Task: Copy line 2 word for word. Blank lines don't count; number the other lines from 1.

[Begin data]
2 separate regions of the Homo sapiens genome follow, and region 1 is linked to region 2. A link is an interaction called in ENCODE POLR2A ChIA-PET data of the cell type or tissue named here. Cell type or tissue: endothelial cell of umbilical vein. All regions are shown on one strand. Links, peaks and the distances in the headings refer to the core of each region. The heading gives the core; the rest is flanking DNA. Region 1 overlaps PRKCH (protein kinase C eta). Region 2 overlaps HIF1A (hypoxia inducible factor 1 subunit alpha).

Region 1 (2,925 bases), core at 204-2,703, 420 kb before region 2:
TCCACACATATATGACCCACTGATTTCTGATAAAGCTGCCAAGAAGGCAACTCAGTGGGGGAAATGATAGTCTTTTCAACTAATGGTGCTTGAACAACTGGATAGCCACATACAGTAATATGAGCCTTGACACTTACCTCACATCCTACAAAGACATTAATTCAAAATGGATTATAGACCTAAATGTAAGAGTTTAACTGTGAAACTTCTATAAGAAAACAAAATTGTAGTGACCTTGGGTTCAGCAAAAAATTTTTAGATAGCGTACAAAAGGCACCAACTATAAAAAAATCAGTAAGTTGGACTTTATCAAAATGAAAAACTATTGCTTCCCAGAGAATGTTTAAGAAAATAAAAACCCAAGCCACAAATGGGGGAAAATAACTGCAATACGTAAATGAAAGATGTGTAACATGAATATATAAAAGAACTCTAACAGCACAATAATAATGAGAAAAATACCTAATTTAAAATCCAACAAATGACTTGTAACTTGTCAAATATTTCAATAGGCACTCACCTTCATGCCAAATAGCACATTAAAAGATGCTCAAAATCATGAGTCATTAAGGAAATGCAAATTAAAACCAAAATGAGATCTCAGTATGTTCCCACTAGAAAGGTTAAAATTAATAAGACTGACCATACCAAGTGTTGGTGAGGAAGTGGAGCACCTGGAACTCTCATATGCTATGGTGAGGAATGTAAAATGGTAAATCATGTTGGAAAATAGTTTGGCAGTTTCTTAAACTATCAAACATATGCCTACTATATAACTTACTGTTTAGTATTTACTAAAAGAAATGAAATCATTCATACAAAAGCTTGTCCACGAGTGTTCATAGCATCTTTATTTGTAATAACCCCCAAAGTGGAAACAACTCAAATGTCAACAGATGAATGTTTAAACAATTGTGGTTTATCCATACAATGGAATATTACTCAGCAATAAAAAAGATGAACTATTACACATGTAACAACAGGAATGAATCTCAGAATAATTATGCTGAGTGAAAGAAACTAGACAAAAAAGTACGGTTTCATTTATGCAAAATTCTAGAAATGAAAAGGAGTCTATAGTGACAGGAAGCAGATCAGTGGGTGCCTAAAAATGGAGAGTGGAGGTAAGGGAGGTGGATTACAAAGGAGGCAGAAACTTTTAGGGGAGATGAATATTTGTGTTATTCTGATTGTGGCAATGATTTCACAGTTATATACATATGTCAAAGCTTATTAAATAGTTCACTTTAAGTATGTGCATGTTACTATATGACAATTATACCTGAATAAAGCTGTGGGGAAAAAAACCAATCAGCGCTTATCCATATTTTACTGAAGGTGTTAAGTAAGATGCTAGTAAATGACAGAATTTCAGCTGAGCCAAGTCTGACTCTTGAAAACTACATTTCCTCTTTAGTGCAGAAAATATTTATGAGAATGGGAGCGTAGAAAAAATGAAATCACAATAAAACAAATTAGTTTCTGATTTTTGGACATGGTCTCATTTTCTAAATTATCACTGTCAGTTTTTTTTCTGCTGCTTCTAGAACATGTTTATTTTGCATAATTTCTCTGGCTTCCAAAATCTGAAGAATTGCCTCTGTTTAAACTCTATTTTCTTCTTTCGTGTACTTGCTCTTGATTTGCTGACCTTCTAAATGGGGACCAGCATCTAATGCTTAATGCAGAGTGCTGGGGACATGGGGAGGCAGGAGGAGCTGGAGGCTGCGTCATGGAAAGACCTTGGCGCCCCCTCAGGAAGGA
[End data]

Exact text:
Region 1 (2,925 bases), core at 204-2,703, 420 kb before region 2: